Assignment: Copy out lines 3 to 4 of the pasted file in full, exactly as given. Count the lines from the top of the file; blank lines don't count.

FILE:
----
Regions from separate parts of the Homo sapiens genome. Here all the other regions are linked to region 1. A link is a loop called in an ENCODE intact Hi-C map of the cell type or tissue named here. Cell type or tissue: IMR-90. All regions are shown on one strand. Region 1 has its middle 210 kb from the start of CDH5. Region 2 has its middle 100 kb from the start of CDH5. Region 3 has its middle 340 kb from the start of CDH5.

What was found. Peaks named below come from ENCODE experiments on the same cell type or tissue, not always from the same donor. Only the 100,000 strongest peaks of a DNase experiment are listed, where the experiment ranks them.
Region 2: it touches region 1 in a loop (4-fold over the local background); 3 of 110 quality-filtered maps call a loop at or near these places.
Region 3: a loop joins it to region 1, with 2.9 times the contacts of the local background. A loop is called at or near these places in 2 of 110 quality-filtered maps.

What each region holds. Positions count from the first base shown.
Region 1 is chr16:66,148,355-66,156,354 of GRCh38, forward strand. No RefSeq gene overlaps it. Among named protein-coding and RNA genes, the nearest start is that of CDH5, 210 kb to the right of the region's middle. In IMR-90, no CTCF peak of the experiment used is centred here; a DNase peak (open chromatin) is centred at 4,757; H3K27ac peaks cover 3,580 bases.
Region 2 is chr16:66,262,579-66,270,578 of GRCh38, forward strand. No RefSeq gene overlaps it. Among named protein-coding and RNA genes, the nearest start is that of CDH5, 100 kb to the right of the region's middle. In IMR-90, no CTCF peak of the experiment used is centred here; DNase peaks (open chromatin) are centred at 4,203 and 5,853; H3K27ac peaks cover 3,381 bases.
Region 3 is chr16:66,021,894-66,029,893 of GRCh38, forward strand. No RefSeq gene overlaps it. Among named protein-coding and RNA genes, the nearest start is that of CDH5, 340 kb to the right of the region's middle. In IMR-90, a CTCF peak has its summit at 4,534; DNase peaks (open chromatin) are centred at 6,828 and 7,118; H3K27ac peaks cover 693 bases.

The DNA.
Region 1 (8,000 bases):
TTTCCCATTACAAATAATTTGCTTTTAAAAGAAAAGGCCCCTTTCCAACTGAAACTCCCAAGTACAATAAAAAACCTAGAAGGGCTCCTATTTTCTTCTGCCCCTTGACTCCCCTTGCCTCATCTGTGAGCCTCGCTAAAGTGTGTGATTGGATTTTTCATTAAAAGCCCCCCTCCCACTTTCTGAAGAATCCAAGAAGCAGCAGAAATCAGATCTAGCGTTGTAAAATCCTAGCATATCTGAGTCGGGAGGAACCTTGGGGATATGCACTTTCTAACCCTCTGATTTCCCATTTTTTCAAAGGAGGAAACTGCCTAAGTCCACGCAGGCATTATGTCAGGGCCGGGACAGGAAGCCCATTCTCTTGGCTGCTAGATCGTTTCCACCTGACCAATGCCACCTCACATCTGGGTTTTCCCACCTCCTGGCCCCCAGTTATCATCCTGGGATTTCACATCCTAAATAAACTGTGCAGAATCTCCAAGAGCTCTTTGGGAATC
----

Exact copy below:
Region 2: it touches region 1 in a loop (4-fold over the local background); 3 of 110 quality-filtered maps call a loop at or near these places.
Region 3: a loop joins it to region 1, with 2.9 times the contacts of the local background. A loop is called at or near these places in 2 of 110 quality-filtered maps.